The Train That Is Coming and Will Plough Through You

Now, years later, I remember my seventh summer as an unblemished stretch of pure happiness. I believe this not to be some kind of wishful idealization by a foggy-headed adult, but an accurate memory. The reason is that I remember saying that very thing to myself at the time.

I wish this summer would never end.

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That summer had everything. Unbelievably blue Los Angeles skies. A backyard with a tree. A wiffle ball, a bat, and two best friends, Scott and Gary, to play wiffle ball with every single day.

A sidewalk to run fast down, because running fast made me happy. I remember saying that very thing to myself at the time.

I will always love running.

I was a pitcher on my Little League baseball team, the Beavers. I felt like a king whenever I stood on that pitcher’s mound and commanded the game. I was the cleanup batter, too, and I hit the ball out of the park once, which was a big deal at age 7. Afterwards, we all ate our fill of pepperoni and sausage pizza at Shakey’s and horsed around. The pizza chef liked us and told us his name was Peter Rabbit Cottontail Sunshine Snowball. We all laughed. My teammates and I were all the best of friends.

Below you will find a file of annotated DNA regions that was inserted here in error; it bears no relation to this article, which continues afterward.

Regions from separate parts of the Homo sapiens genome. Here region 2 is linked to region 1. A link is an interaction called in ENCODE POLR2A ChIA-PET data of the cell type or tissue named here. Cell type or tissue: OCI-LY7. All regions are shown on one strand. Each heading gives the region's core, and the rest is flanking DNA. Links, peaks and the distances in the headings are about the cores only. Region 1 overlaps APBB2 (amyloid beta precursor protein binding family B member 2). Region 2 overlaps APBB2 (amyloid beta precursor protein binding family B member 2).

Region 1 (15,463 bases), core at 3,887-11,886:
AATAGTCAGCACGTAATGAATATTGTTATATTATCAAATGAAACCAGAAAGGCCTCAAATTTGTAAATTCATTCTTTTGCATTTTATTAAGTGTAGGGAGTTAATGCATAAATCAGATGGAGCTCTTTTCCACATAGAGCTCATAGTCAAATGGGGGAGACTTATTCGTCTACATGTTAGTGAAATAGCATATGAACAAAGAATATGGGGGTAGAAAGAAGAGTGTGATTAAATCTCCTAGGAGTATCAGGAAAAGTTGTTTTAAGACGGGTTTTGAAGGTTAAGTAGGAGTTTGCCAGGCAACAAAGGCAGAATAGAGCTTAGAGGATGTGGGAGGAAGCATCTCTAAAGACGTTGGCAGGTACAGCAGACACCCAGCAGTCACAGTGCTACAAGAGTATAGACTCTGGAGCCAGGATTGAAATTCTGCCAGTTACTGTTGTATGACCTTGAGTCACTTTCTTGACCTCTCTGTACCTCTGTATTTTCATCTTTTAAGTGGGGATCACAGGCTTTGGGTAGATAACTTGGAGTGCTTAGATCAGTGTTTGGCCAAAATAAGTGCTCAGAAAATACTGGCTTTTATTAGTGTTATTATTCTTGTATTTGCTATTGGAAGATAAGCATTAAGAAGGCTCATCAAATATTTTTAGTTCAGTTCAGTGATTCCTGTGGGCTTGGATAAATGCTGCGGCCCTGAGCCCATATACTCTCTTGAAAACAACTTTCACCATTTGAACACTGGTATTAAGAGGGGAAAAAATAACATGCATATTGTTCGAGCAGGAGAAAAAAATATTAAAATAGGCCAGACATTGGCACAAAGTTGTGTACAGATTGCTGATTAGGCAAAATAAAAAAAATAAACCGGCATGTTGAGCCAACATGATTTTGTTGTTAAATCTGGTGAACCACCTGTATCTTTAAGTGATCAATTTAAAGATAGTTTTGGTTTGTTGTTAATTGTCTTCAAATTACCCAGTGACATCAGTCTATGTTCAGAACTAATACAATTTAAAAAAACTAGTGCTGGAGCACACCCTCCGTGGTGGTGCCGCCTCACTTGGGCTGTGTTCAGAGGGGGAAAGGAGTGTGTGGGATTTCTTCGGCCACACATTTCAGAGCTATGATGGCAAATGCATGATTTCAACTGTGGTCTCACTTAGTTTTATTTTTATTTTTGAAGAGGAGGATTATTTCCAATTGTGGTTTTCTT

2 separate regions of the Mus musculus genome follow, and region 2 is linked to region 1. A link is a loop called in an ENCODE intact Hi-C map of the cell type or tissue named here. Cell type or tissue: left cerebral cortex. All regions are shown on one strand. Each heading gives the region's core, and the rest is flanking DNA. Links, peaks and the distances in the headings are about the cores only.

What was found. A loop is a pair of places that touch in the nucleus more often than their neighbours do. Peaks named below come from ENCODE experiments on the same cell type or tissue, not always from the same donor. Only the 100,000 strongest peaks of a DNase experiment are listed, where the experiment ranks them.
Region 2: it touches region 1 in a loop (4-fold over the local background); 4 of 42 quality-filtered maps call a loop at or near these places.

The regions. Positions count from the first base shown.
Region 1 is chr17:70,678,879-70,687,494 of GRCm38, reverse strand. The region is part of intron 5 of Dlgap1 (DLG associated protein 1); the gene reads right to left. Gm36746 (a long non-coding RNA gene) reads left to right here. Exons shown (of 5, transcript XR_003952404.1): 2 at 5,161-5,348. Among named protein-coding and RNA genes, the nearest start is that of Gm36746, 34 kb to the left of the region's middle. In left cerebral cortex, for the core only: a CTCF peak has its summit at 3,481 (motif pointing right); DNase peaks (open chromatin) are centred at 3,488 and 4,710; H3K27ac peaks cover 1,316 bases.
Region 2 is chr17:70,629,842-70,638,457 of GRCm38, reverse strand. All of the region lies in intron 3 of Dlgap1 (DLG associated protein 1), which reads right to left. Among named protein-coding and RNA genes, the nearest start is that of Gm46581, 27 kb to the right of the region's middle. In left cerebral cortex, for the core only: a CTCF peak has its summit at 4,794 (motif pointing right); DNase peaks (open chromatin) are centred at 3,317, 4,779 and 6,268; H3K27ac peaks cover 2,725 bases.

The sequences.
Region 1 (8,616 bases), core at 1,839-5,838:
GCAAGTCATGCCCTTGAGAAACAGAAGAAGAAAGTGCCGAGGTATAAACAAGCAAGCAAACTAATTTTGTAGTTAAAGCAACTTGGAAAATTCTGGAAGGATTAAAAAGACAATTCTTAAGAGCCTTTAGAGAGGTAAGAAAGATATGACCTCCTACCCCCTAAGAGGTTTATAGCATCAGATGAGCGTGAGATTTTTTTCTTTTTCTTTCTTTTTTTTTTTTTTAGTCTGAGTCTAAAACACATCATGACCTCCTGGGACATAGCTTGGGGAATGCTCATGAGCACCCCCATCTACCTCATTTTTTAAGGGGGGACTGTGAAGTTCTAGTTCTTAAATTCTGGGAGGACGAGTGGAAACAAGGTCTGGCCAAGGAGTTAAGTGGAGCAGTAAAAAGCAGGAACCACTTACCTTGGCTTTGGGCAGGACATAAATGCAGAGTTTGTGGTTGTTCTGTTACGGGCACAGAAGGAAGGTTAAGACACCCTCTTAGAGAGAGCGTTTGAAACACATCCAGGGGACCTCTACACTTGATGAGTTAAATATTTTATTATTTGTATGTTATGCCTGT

I will always love cartoons, I would also say to myself.

In time, the subject of movies came up, but I didn’t even want to try them out. I wanted to hang onto that totem of childhood, cartoons. I shunned other adult totems, too, such as coffee, smoking, adult foods such as green olives, and adult words such as accommodation and Plantagenet.

Of course, change is the train that is coming and will one day plough through you. Eventually, a hair sprouted on my chest. Another boy spotted it at the local pool and razzed me for it. I was appalled. It was a distressing development that threatened to end my summers of bliss. I plucked it out. Another soon appeared, and I pulled out that one, too. But you can’t fight forever against the encroachment of that particular forest, so eventually, I gave up fighting altogether on that front.

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But there were so many other fronts. When I was 11, my parents wanted to tell me about the birds and the bees. They found it awkward to talk about in the first place, but I made it even tougher on them. One day, my mother walked tentatively into my bedroom with a book called For Boys Only, saying that it would tell me everything I needed to know, if I wanted to.

“I don’t want it,” I said, turning away.

My mother as a housewife in the 1960s, when she was working on her BA

My mother as a housewife in the 1960s.

“You’re starting to go through adolescence,” she said, “and you’re going to need to know about this.”

“I don’t care.”

“I’ll just leave it in your bookshelf,” she said, and walked out of the room.

Over the next couple years, that book was an abomination in my otherwise lovely room. It was offered to me out of love, but on principle, I never touched it. It seemed as if my mother had said something horrible to me.

I’m going to kick you out of paradise.

Paul Simon writes about this transition in his song, “Once Upon a Time There Was an Ocean”: